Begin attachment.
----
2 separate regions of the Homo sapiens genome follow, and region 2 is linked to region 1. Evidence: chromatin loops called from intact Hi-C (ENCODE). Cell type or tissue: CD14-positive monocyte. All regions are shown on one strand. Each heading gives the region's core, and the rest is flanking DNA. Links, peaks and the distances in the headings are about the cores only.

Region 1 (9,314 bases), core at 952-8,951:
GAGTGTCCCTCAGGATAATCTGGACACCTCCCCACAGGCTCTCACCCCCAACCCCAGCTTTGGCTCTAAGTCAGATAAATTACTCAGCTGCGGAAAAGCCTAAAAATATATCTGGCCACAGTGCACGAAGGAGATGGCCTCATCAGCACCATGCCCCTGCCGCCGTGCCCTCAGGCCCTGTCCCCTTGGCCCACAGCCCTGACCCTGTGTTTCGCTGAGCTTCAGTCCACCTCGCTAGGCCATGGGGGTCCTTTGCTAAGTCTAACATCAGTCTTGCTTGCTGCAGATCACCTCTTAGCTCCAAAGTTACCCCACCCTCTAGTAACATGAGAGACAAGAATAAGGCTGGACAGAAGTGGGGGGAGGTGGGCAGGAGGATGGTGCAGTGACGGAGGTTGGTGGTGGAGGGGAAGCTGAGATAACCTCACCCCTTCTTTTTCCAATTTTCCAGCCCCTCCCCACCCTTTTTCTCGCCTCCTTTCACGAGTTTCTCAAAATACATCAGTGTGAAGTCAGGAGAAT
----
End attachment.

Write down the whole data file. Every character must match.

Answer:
2 separate regions of the Homo sapiens genome follow, and region 2 is linked to region 1. Evidence: chromatin loops called from intact Hi-C (ENCODE). Cell type or tissue: CD14-positive monocyte. All regions are shown on one strand. Each heading gives the region's core, and the rest is flanking DNA. Links, peaks and the distances in the headings are about the cores only.

Region 1 (9,314 bases), core at 952-8,951:
GAGTGTCCCTCAGGATAATCTGGACACCTCCCCACAGGCTCTCACCCCCAACCCCAGCTTTGGCTCTAAGTCAGATAAATTACTCAGCTGCGGAAAAGCCTAAAAATATATCTGGCCACAGTGCACGAAGGAGATGGCCTCATCAGCACCATGCCCCTGCCGCCGTGCCCTCAGGCCCTGTCCCCTTGGCCCACAGCCCTGACCCTGTGTTTCGCTGAGCTTCAGTCCACCTCGCTAGGCCATGGGGGTCCTTTGCTAAGTCTAACATCAGTCTTGCTTGCTGCAGATCACCTCTTAGCTCCAAAGTTACCCCACCCTCTAGTAACATGAGAGACAAGAATAAGGCTGGACAGAAGTGGGGGGAGGTGGGCAGGAGGATGGTGCAGTGACGGAGGTTGGTGGTGGAGGGGAAGCTGAGATAACCTCACCCCTTCTTTTTCCAATTTTCCAGCCCCTCCCCACCCTTTTTCTCGCCTCCTTTCACGAGTTTCTCAAAATACATCAGTGTGAAGTCAGGAGAAT